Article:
on Jan 24, 2017 at 6:32 am
Yesterday the court issued additional orders from its conference of January 19, granting no additional cases and denying review in a case involving a high-profile challenge to a Texas voter ID law. The court also denied review in a challenge to Alabama’s advisory-jury death sentencing law. Amy Howe reports on the orders for this blog. Additional coverage of the order in the Texas case comes from Robert Barnes in The Washington Post, who notes that “Chief Justice John G. Roberts Jr. said in a statement attached to the order that there was still more work for lower courts to do in assessing the law, and that Texas could return to the high court once that review is final”; Adam Liptak in The New York Times; and Lyle Denniston at Constitution Daily, who observes that the court’s move “cleared the way for the new Trump Administration to switch the government’s position – if it wishes to do so – to allow states to enforce strict photo ID requirements for America’s voters.” Commentary comes from Rick Hasen at the Election Law Blog. In USA Today, Richard Wolf reports on the death penalty case, observing that many “opponents of the Alabama system had expected the justices to take up a challenge.”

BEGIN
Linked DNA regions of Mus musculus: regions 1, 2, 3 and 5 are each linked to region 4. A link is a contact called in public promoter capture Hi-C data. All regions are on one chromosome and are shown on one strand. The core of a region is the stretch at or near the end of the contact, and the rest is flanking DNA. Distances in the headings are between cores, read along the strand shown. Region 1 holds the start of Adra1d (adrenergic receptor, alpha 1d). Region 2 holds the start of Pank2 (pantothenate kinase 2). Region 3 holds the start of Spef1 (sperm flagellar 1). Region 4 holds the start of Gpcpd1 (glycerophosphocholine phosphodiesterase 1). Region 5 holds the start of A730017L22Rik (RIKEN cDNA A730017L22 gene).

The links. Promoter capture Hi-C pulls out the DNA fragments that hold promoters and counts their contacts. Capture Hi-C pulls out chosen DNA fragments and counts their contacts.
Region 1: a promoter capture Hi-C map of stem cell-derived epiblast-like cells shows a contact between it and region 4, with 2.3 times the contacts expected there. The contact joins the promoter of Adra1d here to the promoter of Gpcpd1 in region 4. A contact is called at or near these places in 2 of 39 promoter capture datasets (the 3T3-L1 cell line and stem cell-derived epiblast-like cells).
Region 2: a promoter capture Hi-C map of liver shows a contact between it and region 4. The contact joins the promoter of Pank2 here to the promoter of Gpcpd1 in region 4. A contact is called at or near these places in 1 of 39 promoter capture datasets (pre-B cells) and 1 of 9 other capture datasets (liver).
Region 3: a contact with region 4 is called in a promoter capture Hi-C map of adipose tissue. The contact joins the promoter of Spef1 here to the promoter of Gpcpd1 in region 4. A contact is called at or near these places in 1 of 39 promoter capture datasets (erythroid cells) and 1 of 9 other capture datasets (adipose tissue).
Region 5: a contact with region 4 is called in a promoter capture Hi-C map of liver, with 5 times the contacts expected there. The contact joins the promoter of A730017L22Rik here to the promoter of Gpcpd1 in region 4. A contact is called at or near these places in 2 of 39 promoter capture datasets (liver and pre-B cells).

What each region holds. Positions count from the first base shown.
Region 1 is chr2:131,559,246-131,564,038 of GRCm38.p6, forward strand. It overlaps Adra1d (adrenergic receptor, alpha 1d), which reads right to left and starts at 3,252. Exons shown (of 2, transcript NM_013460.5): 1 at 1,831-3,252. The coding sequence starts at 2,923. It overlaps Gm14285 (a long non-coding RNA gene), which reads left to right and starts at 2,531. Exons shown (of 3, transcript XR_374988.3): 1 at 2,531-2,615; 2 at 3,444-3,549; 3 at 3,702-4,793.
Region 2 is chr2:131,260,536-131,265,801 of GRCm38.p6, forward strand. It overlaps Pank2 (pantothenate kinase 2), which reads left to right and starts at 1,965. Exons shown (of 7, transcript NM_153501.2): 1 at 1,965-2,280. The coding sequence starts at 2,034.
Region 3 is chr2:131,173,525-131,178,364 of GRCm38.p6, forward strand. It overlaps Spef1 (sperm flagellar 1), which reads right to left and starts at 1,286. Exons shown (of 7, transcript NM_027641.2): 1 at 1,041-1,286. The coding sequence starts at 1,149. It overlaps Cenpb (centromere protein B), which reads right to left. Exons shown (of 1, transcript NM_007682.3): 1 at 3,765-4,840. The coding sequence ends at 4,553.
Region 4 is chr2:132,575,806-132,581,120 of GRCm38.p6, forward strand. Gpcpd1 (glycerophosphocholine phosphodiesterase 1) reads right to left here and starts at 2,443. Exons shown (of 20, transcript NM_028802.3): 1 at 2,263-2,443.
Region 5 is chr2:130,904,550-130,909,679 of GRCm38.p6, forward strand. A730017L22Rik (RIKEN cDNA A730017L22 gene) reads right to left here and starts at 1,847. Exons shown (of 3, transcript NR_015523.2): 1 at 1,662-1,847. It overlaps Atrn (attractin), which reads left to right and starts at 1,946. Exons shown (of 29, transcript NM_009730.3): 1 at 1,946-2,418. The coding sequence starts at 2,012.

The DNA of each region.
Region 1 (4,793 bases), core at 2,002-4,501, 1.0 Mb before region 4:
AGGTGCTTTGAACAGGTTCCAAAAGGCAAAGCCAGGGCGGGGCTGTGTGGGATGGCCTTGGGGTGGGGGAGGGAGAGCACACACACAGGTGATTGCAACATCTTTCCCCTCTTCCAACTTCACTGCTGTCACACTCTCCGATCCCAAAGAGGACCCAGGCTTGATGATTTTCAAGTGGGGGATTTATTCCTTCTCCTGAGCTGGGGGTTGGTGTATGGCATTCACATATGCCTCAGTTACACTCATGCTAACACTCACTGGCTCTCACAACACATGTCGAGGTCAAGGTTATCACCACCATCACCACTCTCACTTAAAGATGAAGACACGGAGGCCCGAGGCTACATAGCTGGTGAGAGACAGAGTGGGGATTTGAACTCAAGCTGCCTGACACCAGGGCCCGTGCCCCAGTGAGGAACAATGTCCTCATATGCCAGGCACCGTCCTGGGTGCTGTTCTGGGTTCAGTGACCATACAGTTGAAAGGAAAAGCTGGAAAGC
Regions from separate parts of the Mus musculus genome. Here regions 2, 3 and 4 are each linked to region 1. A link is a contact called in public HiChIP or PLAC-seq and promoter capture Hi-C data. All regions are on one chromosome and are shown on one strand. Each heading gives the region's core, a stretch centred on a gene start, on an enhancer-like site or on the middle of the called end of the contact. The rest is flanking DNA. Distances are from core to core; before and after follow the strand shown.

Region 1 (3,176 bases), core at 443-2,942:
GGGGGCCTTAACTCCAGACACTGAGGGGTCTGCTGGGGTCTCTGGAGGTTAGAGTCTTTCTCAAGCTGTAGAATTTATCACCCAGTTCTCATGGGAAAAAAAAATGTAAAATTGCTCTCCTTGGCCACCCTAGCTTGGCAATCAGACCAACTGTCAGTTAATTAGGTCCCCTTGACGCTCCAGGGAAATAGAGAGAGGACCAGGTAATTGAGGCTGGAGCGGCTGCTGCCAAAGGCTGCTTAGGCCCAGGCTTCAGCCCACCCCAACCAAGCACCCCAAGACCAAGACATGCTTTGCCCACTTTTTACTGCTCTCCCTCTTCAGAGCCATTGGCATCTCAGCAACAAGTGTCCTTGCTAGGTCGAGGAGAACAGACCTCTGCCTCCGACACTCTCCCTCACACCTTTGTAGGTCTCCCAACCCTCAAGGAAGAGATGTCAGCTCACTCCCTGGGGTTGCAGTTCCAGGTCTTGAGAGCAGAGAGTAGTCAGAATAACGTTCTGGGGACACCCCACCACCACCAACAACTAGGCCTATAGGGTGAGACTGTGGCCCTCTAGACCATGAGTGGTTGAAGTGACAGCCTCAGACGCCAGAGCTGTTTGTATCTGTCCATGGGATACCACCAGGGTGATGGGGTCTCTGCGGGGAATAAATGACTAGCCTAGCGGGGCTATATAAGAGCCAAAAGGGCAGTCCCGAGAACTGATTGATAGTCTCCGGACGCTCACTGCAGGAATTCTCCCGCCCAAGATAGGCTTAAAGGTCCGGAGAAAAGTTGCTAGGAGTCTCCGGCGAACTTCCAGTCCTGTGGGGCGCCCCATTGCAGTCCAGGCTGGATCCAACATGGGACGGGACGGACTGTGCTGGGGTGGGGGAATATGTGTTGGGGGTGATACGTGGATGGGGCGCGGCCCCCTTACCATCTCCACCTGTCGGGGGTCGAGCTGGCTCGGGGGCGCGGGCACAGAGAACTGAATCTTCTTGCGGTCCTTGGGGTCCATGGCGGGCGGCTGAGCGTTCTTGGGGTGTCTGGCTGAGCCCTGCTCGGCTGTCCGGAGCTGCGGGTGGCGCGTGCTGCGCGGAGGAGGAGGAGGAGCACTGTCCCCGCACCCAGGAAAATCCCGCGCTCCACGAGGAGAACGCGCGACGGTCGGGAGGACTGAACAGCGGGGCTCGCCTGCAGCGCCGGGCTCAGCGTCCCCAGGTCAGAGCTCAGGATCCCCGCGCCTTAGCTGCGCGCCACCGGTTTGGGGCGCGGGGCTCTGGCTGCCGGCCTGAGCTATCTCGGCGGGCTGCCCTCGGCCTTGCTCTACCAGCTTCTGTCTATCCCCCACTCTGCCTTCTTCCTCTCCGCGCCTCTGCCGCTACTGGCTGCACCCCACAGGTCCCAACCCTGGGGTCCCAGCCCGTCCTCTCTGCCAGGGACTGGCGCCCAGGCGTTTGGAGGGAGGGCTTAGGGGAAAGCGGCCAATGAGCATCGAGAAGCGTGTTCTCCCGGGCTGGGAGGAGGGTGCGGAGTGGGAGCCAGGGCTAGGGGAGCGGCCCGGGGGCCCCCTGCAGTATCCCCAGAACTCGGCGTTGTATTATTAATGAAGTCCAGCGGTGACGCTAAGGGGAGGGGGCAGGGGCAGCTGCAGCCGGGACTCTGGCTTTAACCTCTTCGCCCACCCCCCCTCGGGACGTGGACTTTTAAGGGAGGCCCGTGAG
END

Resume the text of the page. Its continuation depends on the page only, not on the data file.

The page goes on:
Amy Howe profiles Judge Thomas Hardiman of the U.S. Court of Appeals for the 3rd Circuit, who is a potential nominee to the Supreme Court, for this blog. At Think Progress, Ian Millhiser looks at the three judges who are said to be on President Trump’s current shortlist of possible nominees, as well as five others who may still be under consideration.
- The World and Everything in It (podcast) features a discussion of the recent oral arguments in Lee v. Tam, which stems from the government’s refusal to trademark a rock band’s disparaging name, and Nelson v. Colorado, a due process challenge to Colorado’s requirement that defendants whose convictions are later reversed must prove their innocence before receiving refunds of monetary penalties.
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